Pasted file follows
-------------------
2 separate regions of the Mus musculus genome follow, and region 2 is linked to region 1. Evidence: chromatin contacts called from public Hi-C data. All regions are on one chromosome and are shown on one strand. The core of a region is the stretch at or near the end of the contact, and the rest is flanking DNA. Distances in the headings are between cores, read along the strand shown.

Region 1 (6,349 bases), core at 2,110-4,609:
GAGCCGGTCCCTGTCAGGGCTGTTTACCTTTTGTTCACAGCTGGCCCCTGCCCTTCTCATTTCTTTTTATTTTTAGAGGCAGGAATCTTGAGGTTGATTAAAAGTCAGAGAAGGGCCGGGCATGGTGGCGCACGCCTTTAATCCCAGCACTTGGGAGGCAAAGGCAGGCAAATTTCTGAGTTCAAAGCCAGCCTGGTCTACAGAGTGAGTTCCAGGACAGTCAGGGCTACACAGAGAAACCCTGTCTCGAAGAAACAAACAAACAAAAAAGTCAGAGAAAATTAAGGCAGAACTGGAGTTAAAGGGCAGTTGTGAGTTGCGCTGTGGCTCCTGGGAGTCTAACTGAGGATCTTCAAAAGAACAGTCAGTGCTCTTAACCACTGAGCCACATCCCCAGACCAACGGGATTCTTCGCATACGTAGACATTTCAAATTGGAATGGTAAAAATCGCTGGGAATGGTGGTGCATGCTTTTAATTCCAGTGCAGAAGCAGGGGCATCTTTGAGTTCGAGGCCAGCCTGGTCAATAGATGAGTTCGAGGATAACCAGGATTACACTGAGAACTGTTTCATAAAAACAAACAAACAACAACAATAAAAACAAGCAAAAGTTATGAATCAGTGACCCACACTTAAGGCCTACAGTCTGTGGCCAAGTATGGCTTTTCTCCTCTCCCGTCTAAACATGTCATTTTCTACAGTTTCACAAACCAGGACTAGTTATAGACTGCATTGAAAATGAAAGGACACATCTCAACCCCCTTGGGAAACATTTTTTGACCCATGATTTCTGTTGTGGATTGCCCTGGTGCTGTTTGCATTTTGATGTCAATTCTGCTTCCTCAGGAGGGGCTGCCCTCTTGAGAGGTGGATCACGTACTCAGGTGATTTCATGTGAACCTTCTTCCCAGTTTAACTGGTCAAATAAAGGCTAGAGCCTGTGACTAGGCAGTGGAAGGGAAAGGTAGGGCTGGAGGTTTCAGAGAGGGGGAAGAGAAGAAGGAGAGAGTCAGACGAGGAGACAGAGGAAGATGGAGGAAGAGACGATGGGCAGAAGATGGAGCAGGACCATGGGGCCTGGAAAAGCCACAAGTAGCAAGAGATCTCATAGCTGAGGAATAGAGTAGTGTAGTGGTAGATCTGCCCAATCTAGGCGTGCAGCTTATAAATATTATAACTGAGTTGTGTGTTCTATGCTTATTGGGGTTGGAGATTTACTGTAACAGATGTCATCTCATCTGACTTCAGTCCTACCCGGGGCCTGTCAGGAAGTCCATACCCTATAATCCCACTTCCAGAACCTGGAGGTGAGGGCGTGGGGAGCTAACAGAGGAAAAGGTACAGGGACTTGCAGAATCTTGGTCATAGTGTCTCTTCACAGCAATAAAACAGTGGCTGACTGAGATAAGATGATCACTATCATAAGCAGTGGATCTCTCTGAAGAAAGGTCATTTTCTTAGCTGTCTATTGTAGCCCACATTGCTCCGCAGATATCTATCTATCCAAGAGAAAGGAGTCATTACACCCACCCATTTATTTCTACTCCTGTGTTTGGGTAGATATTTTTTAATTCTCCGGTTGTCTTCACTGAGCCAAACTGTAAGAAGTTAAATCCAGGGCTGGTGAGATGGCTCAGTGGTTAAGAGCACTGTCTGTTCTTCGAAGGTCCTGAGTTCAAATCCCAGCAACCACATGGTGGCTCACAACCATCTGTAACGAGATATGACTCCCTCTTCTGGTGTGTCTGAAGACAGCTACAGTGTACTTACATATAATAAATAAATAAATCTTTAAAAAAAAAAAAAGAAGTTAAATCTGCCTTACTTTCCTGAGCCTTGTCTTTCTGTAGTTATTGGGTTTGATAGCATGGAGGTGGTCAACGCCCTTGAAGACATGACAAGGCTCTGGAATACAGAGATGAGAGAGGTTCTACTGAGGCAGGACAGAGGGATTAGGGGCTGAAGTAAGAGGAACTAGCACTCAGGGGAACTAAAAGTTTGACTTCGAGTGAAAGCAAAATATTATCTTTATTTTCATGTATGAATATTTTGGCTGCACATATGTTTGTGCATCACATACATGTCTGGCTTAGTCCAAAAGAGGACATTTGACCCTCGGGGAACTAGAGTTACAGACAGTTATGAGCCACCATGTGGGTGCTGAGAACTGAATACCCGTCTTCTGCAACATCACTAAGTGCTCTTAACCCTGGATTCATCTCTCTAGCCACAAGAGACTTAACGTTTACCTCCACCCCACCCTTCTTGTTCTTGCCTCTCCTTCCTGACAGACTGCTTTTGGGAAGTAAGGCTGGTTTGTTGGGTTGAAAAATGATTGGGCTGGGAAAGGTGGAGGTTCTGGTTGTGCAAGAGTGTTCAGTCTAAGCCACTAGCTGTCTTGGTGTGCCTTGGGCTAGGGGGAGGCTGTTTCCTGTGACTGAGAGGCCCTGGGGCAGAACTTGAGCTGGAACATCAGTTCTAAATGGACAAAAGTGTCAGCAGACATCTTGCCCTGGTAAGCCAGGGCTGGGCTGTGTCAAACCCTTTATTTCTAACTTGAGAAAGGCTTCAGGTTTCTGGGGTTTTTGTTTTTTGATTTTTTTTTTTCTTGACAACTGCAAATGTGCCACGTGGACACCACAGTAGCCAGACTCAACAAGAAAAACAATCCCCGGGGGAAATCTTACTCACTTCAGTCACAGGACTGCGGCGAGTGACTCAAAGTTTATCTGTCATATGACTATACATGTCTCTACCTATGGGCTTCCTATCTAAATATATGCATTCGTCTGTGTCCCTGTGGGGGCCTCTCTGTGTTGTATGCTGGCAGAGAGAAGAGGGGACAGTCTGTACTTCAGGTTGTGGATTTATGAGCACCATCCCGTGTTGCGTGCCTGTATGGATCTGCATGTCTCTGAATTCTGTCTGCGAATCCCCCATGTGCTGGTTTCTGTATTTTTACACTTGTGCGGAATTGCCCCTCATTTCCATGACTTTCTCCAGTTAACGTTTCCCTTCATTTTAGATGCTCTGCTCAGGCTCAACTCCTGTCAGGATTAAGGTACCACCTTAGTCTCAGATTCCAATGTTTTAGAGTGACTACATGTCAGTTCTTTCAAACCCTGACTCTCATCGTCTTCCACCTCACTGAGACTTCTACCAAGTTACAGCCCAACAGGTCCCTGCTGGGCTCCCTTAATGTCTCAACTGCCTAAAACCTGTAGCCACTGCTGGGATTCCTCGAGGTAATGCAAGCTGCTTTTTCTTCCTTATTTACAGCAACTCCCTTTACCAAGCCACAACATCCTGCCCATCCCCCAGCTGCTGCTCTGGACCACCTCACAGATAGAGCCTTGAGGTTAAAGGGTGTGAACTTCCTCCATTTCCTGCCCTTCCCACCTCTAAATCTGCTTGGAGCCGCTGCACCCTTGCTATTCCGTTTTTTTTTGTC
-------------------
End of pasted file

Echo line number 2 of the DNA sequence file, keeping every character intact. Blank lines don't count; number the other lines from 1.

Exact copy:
Region 1 (6,349 bases), core at 2,110-4,609: